The Camps’ History


The Epilepsy Foundation of the National Capital Area and the Department of Neurology at Children’s National Medical Center develop Camp Great Rock, a camp especially designed for children and teens with epilepsy. The camp is held at a 4-H camp in Upper Marlboro, MD. Camp population: 23 campers


Camp Great Rock moves its campsite to 4-H Center in Front Royal, Virginia.


Camp Great Rock becomes a program within the department of Neurology of Children’s National Medical Center. Camp population grows to 50 teenagers and adults.


Camp Great Rock moves its campsite to Carol-Jean Foundation in Olney, Maryland. Camp Great Rock celebrates its 5th anniversary. Camp population grows to 65 campers, 30 volunteers.


Camp New Friends, a camp for children with neurofibromatosis is developed and attracts children from nine states. Camp population: 25


Camp Connect for children and teens with Tourette syndrome is formed. Children come from four states. Camp population: 25


Super Campers Always, a camp for children and teens with sickle cell anemia, is established. Camp population: 24 campers and teens


Children’s National Medical Center Camps (CNMCC) move to Bishop Claggett Center in Buckeystown, Maryland. Camp population: 75 campers and teens


The camps continue to grow. Camp Great Rock population: 87 campers, teens, and Counselors-In-Training (CITs); Camp New Friends population: 60 campers and teens; Camp Connect population: 45 campers and teens; 50 volunteers are involved


The camps are renamed “Brainy Camps” and a new camp is developed for children with the high-functioning autism spectrum disorder. The Brainy Camps population remains steady due to the lack of facility availability, accessibility and space. Brainy Camps develops a goal to either build or find a permanent campsite that will serve the needs of its campers.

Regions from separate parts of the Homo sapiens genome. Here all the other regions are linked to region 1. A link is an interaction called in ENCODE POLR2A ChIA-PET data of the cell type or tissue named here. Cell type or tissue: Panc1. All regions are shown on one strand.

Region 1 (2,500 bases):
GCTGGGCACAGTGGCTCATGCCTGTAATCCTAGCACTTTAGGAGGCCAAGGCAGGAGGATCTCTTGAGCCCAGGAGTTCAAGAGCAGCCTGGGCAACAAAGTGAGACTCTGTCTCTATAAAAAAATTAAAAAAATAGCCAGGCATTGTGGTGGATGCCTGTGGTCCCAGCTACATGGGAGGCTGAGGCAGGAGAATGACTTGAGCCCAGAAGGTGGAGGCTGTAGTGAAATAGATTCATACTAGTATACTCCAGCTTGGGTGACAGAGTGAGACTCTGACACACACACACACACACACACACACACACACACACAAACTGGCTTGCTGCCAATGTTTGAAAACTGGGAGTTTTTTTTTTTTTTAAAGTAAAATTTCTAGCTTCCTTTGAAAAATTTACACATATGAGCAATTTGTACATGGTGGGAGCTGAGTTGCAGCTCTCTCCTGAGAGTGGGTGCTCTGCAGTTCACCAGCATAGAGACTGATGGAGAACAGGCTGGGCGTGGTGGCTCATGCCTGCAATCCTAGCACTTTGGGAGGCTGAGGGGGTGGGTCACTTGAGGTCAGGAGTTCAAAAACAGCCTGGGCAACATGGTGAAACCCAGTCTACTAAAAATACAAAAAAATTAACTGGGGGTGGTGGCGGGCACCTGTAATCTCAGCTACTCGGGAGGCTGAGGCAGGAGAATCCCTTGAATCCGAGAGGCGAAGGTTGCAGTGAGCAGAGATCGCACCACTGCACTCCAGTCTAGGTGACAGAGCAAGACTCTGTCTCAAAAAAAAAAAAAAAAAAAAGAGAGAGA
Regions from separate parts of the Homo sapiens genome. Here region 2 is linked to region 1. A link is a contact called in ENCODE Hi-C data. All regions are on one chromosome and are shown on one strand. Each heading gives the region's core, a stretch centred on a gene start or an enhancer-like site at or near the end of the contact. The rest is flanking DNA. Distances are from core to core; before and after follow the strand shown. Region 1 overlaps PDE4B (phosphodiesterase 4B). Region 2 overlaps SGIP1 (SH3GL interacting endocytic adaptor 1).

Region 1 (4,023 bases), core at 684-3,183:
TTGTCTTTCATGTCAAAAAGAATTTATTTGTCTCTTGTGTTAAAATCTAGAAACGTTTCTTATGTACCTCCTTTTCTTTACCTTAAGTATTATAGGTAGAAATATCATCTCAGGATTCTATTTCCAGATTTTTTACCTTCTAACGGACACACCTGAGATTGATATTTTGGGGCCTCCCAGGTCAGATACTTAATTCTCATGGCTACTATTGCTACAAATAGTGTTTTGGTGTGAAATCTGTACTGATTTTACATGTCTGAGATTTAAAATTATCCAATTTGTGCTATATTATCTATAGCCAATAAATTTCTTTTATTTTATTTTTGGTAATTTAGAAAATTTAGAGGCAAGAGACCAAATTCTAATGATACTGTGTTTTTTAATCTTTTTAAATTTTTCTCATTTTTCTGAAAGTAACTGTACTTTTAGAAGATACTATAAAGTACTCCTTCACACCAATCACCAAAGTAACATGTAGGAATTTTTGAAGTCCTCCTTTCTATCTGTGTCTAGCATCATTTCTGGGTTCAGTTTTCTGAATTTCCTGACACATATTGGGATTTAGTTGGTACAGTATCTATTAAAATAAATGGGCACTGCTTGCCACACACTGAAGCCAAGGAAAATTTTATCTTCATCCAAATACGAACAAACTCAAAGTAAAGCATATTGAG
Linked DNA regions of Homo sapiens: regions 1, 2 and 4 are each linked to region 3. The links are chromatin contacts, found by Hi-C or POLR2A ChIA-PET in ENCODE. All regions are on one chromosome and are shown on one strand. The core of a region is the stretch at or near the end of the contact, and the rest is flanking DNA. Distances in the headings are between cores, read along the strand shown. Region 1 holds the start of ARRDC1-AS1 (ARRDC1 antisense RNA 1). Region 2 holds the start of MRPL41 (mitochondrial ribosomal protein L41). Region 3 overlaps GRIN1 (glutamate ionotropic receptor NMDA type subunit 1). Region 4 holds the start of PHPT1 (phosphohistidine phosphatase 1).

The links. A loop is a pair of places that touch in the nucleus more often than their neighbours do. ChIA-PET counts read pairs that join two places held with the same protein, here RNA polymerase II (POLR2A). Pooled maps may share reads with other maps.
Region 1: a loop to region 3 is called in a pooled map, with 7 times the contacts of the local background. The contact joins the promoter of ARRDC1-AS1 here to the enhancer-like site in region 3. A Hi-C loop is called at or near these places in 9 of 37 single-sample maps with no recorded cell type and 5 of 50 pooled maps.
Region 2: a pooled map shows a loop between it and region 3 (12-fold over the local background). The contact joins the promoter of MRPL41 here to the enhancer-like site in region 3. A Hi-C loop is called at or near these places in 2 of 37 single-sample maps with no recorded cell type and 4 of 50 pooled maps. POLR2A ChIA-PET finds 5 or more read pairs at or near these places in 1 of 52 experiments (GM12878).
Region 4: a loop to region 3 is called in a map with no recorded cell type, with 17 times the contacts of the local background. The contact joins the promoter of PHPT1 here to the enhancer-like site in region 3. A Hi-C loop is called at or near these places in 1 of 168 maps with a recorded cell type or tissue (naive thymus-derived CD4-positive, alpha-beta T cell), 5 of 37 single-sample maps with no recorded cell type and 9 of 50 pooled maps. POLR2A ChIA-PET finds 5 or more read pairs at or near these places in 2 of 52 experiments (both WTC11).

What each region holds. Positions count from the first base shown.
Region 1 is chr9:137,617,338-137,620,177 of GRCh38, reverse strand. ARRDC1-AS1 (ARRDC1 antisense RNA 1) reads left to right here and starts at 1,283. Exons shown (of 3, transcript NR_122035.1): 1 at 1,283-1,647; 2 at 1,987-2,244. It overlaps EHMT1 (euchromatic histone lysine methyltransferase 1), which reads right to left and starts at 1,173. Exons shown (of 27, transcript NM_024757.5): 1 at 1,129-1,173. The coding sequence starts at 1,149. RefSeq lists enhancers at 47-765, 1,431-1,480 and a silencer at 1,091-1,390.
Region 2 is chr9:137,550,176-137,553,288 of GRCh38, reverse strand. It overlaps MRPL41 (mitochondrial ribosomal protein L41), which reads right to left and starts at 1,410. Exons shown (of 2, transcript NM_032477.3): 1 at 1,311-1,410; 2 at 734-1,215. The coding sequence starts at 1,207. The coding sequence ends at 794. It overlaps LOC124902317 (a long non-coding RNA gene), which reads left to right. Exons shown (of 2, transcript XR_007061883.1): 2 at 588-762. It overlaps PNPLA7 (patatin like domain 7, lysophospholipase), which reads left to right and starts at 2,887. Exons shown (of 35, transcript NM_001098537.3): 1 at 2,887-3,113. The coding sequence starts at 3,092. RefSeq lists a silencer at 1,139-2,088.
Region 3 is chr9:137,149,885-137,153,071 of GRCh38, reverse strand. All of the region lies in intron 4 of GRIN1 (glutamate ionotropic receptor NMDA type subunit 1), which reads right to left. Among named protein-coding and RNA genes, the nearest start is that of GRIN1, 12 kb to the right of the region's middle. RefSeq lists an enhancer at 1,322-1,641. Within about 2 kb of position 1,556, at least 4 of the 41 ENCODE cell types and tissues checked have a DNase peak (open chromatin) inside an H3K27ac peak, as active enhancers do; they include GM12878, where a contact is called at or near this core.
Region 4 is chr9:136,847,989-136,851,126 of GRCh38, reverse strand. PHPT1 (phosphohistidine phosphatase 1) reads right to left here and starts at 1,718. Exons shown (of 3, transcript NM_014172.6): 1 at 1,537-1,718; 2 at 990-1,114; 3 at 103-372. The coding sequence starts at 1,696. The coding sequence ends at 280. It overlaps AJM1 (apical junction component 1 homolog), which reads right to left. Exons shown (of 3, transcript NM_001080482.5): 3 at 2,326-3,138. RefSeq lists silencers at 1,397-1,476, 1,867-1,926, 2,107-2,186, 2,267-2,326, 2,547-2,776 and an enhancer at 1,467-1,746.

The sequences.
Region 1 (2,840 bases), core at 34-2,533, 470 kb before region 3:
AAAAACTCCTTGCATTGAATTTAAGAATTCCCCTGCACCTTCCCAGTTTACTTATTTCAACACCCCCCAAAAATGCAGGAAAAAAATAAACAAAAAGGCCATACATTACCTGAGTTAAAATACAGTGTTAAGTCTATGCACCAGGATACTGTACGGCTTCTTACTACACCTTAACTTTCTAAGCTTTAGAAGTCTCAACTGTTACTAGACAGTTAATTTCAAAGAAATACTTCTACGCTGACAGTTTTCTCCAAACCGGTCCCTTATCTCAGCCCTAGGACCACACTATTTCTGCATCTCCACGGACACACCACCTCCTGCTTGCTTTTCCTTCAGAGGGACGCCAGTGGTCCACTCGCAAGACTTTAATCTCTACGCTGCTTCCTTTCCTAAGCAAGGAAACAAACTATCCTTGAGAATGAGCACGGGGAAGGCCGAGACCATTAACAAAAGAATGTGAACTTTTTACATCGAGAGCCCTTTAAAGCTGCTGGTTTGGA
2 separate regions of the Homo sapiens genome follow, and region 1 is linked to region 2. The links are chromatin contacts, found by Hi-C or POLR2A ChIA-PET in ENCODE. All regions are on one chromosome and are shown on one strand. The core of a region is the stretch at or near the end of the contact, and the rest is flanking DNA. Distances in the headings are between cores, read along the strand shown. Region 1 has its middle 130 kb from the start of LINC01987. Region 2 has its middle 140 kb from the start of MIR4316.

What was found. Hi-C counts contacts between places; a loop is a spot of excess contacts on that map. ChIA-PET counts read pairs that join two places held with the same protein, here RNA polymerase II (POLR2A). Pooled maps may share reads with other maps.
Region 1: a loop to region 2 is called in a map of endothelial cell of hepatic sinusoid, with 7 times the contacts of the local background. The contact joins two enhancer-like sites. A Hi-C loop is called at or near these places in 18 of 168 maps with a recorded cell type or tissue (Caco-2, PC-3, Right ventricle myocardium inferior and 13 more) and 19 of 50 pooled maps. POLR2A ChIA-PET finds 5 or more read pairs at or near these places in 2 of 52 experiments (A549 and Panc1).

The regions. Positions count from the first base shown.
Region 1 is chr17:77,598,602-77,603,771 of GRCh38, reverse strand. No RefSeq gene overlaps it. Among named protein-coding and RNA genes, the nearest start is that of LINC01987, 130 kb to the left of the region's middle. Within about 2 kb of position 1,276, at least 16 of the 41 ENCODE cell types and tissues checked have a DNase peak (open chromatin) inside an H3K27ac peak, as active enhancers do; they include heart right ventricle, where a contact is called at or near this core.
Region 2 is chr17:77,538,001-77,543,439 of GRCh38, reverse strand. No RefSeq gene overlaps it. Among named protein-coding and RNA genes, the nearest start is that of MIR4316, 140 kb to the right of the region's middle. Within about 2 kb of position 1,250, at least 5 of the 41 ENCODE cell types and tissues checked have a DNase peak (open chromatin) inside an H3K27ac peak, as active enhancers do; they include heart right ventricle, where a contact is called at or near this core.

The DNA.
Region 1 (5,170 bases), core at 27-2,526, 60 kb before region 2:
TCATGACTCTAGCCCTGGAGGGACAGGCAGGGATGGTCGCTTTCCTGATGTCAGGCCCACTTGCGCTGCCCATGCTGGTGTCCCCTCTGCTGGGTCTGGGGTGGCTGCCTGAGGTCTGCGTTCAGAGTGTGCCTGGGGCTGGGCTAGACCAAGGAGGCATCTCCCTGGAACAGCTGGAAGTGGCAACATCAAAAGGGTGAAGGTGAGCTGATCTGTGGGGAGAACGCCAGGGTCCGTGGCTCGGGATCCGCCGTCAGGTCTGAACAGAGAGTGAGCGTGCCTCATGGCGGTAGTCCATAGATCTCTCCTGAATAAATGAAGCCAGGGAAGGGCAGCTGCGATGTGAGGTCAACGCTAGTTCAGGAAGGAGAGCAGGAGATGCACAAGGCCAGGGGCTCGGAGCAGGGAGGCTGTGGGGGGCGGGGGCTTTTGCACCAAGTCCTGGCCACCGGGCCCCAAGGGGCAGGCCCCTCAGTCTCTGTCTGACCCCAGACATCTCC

Brainy Camps establishes a partnership with Massanetta Springs Conference and Camp Center and moves its campsite to Massanetta Springs in Harrisonburg, Virginia.Brainy Camps is established as an independent non-profit organization and becomes a subsidiary of Children’s National Medical Center.


Brainy Camps expands to serve children with diabetes and those with pacemakers and ICDs. Brainy Camps hires its first full time employee.


Brainy Camps expands again to include camps for children with congenital heart disorders, cerebral palsy, Down syndrome and those at risk for childhood obesity.  Enrollment reaches more than 260 campers and 120 staff, with campers coming from 26 states, China and Costa Rica.


Brainy Camps census reaches 300 campers and 150 volunteers.  Once again, it is time to find a new campsite that will accomodate Brainy Camps expansion and needs.


Brainy Camps moves to a new campsite in High View, WV.  New family camps are added for childhood obesity and diabetes.  An adult camp is started for those with NF who are 21 years and older.